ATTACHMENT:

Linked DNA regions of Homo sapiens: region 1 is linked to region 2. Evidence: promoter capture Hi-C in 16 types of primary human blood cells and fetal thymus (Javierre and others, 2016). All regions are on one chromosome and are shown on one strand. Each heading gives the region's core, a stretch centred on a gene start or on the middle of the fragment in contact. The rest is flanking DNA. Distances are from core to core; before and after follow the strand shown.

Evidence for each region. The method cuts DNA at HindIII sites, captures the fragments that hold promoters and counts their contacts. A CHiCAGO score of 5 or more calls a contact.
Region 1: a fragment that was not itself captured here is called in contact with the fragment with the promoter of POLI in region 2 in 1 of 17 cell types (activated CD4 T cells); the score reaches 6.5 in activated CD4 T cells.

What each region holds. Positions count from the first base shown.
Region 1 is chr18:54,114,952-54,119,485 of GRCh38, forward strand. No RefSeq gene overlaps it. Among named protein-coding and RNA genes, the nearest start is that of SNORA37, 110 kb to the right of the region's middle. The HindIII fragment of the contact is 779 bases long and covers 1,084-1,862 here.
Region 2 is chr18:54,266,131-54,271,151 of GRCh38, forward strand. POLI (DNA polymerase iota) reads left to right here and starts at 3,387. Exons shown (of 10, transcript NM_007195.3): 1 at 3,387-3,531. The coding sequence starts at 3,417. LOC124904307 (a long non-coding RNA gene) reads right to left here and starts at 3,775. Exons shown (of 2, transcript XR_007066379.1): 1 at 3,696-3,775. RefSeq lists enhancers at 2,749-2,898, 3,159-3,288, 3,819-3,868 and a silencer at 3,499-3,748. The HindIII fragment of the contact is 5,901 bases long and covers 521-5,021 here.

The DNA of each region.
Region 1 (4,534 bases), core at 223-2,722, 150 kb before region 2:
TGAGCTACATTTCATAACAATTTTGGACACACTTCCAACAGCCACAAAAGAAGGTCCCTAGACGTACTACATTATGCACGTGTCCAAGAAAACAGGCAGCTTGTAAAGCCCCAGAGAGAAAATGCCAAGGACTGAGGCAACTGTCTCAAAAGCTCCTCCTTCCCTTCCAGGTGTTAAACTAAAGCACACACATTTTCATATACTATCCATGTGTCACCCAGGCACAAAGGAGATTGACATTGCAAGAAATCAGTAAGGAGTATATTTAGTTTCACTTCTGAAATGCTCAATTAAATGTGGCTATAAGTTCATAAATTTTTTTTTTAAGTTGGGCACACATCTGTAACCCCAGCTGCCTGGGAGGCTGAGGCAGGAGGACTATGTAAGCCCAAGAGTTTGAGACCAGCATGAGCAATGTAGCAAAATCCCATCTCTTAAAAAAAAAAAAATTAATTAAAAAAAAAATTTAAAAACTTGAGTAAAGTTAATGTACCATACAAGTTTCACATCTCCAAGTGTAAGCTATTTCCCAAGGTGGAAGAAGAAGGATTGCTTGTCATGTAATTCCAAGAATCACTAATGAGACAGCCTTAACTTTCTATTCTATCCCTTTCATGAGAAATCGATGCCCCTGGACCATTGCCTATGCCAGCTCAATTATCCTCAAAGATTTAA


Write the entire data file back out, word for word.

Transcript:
Linked DNA regions of Homo sapiens: region 1 is linked to region 2. Evidence: promoter capture Hi-C in 16 types of primary human blood cells and fetal thymus (Javierre and others, 2016). All regions are on one chromosome and are shown on one strand. Each heading gives the region's core, a stretch centred on a gene start or on the middle of the fragment in contact. The rest is flanking DNA. Distances are from core to core; before and after follow the strand shown.

Evidence for each region. The method cuts DNA at HindIII sites, captures the fragments that hold promoters and counts their contacts. A CHiCAGO score of 5 or more calls a contact.
Region 1: a fragment that was not itself captured here is called in contact with the fragment with the promoter of POLI in region 2 in 1 of 17 cell types (activated CD4 T cells); the score reaches 6.5 in activated CD4 T cells.

What each region holds. Positions count from the first base shown.
Region 1 is chr18:54,114,952-54,119,485 of GRCh38, forward strand. No RefSeq gene overlaps it. Among named protein-coding and RNA genes, the nearest start is that of SNORA37, 110 kb to the right of the region's middle. The HindIII fragment of the contact is 779 bases long and covers 1,084-1,862 here.
Region 2 is chr18:54,266,131-54,271,151 of GRCh38, forward strand. POLI (DNA polymerase iota) reads left to right here and starts at 3,387. Exons shown (of 10, transcript NM_007195.3): 1 at 3,387-3,531. The coding sequence starts at 3,417. LOC124904307 (a long non-coding RNA gene) reads right to left here and starts at 3,775. Exons shown (of 2, transcript XR_007066379.1): 1 at 3,696-3,775. RefSeq lists enhancers at 2,749-2,898, 3,159-3,288, 3,819-3,868 and a silencer at 3,499-3,748. The HindIII fragment of the contact is 5,901 bases long and covers 521-5,021 here.

The DNA of each region.
Region 1 (4,534 bases), core at 223-2,722, 150 kb before region 2:
TGAGCTACATTTCATAACAATTTTGGACACACTTCCAACAGCCACAAAAGAAGGTCCCTAGACGTACTACATTATGCACGTGTCCAAGAAAACAGGCAGCTTGTAAAGCCCCAGAGAGAAAATGCCAAGGACTGAGGCAACTGTCTCAAAAGCTCCTCCTTCCCTTCCAGGTGTTAAACTAAAGCACACACATTTTCATATACTATCCATGTGTCACCCAGGCACAAAGGAGATTGACATTGCAAGAAATCAGTAAGGAGTATATTTAGTTTCACTTCTGAAATGCTCAATTAAATGTGGCTATAAGTTCATAAATTTTTTTTTTAAGTTGGGCACACATCTGTAACCCCAGCTGCCTGGGAGGCTGAGGCAGGAGGACTATGTAAGCCCAAGAGTTTGAGACCAGCATGAGCAATGTAGCAAAATCCCATCTCTTAAAAAAAAAAAAATTAATTAAAAAAAAAATTTAAAAACTTGAGTAAAGTTAATGTACCATACAAGTTTCACATCTCCAAGTGTAAGCTATTTCCCAAGGTGGAAGAAGAAGGATTGCTTGTCATGTAATTCCAAGAATCACTAATGAGACAGCCTTAACTTTCTATTCTATCCCTTTCATGAGAAATCGATGCCCCTGGACCATTGCCTATGCCAGCTCAATTATCCTCAAAGATTTAA